Double-entry accounting accounting system in which each transaction affects at least two accounts and has a least one debit and on credit.
General journal all-purpose journal for recording the debits and credits of transactions and events.
General ledger record containing all accounts (with amounts) for a business; also called a ledger.
Journal record in which transactions are entered before they are posted to ledger accounts; also called book of original entry.
Journalizing process of recording transactions in a journal.
Posting process of transferring journal entry information to the ledger; computerized systems automate this process.
Posting reference (PR) column a column in journals in which individual ledger account numbers are entered when entries are posted to those ledger accounts.
Source documents source of information for accounting entries that can be in either paper or electronic form; also called business papers.
T-accounts tool used to show the effects of transactions and events on individual accounts.
Trial balance list of accounts and their balances at a point in time; total debit balances equal total credit balances.
Unearned revenue liability created when customers pay in advance for products or services; earned when the products or services are later delivered.
Accounting cycle reoccurring steps performed each period.
Accounting periods length of time covered by financial statements; also called reporting periods.
Accrual basis accounting accounting system that recognizes revenues when earned and expenses when incurred; the basis for GAAP.
Accrued expenses costs incurred in a period that are both unpaid and unrecorded; adjusting entries for recording accrued expenses involve increasing expenses and increasing liabilities.
Accrued revenues revenues earned in a period that are both unrecorded and not yet received in cash (or other assets); adjusting entries for recording accrued revenues involve increasing assets and increasing revenues.
Adjusted trial balance list of accounts and balances prepared after period-end adjustments are recorded and posted.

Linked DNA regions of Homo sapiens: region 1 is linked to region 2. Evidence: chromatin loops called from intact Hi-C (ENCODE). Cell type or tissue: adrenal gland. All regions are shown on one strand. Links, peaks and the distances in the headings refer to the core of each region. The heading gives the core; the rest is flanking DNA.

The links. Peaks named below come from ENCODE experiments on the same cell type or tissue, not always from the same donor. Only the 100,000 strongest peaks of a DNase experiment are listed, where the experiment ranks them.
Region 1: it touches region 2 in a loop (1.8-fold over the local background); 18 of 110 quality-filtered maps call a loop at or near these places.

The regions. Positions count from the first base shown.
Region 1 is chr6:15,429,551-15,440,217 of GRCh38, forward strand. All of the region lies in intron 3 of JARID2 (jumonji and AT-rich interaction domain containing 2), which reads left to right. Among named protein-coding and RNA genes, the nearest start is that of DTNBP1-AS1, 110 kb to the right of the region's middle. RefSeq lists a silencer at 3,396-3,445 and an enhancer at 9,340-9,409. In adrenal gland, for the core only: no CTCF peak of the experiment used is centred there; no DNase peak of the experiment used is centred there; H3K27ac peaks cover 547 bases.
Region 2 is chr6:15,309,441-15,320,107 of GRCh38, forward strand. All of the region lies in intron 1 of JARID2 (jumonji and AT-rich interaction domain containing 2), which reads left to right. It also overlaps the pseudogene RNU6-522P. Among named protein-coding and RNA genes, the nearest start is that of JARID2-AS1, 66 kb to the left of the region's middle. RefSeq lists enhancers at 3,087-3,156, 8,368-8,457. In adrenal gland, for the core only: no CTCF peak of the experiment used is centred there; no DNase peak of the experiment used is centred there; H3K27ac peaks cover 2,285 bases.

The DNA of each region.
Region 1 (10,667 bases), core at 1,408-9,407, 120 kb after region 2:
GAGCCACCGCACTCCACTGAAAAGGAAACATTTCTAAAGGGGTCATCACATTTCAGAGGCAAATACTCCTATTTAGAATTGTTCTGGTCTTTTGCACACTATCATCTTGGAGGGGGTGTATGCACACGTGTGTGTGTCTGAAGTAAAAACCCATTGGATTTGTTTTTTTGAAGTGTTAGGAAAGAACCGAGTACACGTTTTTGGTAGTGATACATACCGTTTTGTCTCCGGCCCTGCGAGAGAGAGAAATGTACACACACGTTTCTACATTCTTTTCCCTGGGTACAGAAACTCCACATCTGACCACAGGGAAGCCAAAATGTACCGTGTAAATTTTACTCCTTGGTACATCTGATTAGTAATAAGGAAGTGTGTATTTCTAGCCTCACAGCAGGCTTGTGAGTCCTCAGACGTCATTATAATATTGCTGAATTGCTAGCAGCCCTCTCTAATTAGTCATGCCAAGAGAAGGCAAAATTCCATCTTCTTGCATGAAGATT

Adjusting entry journal entry at the end of an accounting period to bring an asset or liability account to its proper amount and update the related expense or revenue account.
Annual financial statements financial statements covering a one-year period; often based on a calendar year, but any consecutive 12-month (or 52-week) period is acceptable.
Book value asset’s acquisition cost les its accumulated depreciation (or depletion, or amortization); also sometimes used synonymously as the carrying value of an account.
Cash basis accounting accounting system that recognizes revenues when cash is received and records expenses when cash is paid.
Classified balance sheet balance sheet that presents assets and liabilities in relevant subgroups, including current and noncurrent classifications.
Closing entries entries recorded at the end of each accounting period to transfer end-of-period balances in revenue, gain, expense, loss, and withdrawal (dividend for corporation) accounts to the capital account (to retained earnings for a corporation).
Closing process necessary end-of-period steps to prepare the accounts for recording the transactions of the next period.
Contra account account linked with another account and having an opposite normal balance; reported as a subtraction from the other account’s balance.
Current assets cash and other assets expected to be sold, collected, or used within one year or the company’s operating cycle, whichever is longer.
Current liabilities obligations due to be paid or settled within one year or the company’s operating cycle, whichever is longer.
Current ratio ratio used to evaluate a company’s ability to pay its short-term obligations, calculated by dividing current assets by current liabilities.
Depreciation expense created by allocating the cost of plant equipment to periods in which they are used; represents the expense of using the assets.
Expense recognition (or matching) principle prescribes expenses to be reported in the same period as the revenues that were earned as a result of the expenses.
Fiscal year consecutive 12-month (or 52-week) period chosen as the organization’s annual accounting period.
Income Summary temporary account only used in the closing process to which the balances of revenue and expense accounts (including any gains or losses) are transferred; its balance is transferred to the capital account (or retained earnings for corporations).
Intangible assets long-term assets (resources) used to produce or sell products or services; usually lack physical form and have uncertain benefits.
Interim financial statements financial statements covering less than one year; usually based on one-, three-, or six-month periods.
Long-term investments long-term assets not used in operating activities such as notes receivable and investments in stocks and bonds.